4. Review your channel mix 
    What marketing channels do you use for your customer acquisition? Are they still working or have you seen a change in user-behaviour since the outbreak?The optimum recruitment channel metric is cost per acquisition which looks at the total cost per candidate conversion (aka CV or registration) or client conversion (request info, submit a vacancy etc.), considering the paid cost of the marketing channel (either direct advertising/job board costs or indirect costs like marketing head count or consultancy) divided by the number of candidate/client conversions obtained. Going one step further, cost per ‘qualified’ acquisition (aka qualified CVs or sales qualified lead), would yield even greater returns.Now is a very good time to think about diversifying your marketing channels. If you focus exclusively on job boards and organic social media, these channels are great for candidate acquisition, but in an environment where the supply-demand balance has shifted, how are you going to source future client business opportunities?
  5. Develop nurture marketing programmes 
    Just like when you’re dating or cultivating a new friendship, it’s critical to actually court your prospects before going in for the big sell! While it would be expected that you would already have pre-existing relationships with many of your contacts, picking up these relationships should be done tactfully. Going in too hard for the sell could backfire and undo much of the goodwill you’ve garnered over several months or years.Whenever you approach marketing, it’s important to consider the different stages of the buyer’s journey – from their awareness that they have a hiring need, through their interest in finding a solution, the consideration they take in vetting options and the preference factors that allow them to pick one partner over another.Whether you are building out a social media plan or a developing a marketing automation and multi-channel nurture programme, understanding and creating specific content and messages that align with the stages of the sales funnel will ensure that you’re addressing your prospects’ pain points and behaviour-driven responses.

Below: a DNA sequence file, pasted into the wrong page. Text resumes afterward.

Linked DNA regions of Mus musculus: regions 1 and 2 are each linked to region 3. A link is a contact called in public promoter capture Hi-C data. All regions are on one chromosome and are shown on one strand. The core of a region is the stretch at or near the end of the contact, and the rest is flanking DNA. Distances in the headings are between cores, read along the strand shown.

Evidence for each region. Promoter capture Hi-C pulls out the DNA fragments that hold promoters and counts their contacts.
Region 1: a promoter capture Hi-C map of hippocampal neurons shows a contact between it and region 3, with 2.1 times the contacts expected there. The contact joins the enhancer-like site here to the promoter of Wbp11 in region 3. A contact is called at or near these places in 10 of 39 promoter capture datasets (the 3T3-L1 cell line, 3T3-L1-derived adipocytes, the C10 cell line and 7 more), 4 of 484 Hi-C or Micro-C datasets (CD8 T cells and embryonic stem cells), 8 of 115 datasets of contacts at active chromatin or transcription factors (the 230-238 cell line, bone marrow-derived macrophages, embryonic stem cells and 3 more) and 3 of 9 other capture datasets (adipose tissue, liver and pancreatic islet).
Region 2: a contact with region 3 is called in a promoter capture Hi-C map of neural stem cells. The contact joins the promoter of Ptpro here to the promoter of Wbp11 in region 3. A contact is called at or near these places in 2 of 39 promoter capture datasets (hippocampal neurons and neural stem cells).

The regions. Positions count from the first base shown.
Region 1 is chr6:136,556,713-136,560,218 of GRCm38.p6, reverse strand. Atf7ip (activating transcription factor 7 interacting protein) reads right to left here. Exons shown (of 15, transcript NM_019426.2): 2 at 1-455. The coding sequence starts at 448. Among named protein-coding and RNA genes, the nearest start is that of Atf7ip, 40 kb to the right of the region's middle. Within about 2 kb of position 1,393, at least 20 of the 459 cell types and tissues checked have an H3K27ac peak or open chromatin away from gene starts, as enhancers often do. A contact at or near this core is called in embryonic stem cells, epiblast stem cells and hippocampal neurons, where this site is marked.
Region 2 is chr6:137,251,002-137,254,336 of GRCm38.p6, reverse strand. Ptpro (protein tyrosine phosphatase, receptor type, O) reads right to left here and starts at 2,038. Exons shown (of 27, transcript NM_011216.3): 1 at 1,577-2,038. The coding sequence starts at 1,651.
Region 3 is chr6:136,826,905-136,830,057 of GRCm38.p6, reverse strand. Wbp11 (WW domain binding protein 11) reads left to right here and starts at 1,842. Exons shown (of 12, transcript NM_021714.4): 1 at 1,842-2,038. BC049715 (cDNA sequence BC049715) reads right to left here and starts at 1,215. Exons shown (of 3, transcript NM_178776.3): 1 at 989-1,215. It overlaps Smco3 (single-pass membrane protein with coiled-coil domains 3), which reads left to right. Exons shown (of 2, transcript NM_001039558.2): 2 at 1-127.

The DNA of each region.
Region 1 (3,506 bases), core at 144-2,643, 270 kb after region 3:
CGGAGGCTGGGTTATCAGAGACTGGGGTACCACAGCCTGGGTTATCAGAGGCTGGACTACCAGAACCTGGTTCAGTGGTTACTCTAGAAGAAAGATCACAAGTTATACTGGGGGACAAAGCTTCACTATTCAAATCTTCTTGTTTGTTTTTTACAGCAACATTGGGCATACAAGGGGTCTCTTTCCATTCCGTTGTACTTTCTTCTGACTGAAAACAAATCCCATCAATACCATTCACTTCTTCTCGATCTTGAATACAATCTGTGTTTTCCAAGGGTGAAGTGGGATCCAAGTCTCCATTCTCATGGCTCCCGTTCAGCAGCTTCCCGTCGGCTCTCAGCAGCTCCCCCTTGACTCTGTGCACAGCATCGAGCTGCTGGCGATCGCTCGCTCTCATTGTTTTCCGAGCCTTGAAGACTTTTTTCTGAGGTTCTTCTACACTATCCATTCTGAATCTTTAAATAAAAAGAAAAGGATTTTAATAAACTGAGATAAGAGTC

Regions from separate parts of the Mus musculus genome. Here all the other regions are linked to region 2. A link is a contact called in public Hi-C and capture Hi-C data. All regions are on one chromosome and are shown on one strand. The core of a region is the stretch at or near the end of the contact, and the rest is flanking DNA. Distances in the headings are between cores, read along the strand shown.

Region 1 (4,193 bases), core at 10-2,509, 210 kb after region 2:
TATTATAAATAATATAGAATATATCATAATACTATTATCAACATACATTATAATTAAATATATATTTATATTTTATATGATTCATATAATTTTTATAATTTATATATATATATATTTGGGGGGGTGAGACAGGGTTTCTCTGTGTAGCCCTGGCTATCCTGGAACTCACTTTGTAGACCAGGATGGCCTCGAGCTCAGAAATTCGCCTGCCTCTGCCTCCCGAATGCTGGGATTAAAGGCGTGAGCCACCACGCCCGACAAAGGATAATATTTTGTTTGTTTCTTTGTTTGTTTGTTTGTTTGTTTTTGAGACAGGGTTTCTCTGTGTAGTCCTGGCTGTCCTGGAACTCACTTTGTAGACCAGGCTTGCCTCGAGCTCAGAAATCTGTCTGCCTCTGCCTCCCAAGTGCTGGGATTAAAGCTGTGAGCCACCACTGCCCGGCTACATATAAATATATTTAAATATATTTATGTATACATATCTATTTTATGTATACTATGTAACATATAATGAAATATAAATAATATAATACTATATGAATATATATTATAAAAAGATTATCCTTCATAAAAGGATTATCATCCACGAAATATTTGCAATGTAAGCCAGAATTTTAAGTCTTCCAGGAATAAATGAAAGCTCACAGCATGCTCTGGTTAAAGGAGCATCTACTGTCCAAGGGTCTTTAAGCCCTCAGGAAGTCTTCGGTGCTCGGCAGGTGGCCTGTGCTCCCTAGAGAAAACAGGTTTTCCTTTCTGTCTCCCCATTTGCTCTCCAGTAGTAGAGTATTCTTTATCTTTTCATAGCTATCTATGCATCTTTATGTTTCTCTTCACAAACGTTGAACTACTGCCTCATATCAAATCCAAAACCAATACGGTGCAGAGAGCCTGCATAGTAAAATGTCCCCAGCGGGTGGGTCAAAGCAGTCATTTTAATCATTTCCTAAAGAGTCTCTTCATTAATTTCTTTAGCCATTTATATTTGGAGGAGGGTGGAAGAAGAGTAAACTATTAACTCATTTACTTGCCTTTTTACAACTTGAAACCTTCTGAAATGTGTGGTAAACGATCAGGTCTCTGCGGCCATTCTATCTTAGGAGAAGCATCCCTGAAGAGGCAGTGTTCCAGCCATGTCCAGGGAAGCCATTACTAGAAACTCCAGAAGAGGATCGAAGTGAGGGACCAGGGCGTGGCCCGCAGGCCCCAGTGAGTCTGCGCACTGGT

6. Focus on database and email marketing
    In an effort to constantly get ‘net new’ contacts, businesses often neglect the value of their database and the existing contacts and relationships that are worth revisiting. Spending time whilst business demands are light to develop multi-stage nurture email sequences to reengage and reactivate these contacts will ensure that you’re getting the most out of the contacts you already ‘own’, and thus amplify the reach of your sales team and message once business returns to usual.Engaging your audience by developing messages and communications aligned to the stages in the sales funnel will allow you to monitor how your potential clients and candidates are engaging with your messages. From this you can deduce their buying intent and sort the warm leads from the cold. From there a recruitment consultant can follow up with that client or candidate, or you can lead them to the next stage in your nurture sequence with more email communications tailored to their specific behaviours and buying signals.
  7. Make LinkedIn do more for you through Strive Sales Automation and marketing automation
    With LinkedIn reaching its saturation point and business leaders getting more and more unsolicited InMails from salespeople, it is getting harder to stand out on this platform, particularly to develop client relationships.We must also remember that for the majority of our client base, their LinkedIn behaviour is not the same as that of recruiters or job seekers; it’s therefore important to reach them where they are hanging out and spending their time – and for business communications, this remains is in their emails.There are marketing automation tools available, including our ‘LinkedIn Prospector’ feature in our own marketing and sales automation tool, Strive, that can identify the contact’s work email address. You can then use this to drip feed them bespoke emailing at every stage of the sales funnel in your nurture sequencing.

Interested in learning more? Thrive provides marketing and sales automation consultancy and delivery to help you optimise your recruitment sales funnel, nurture customers and make more placements. Contact us to learn more!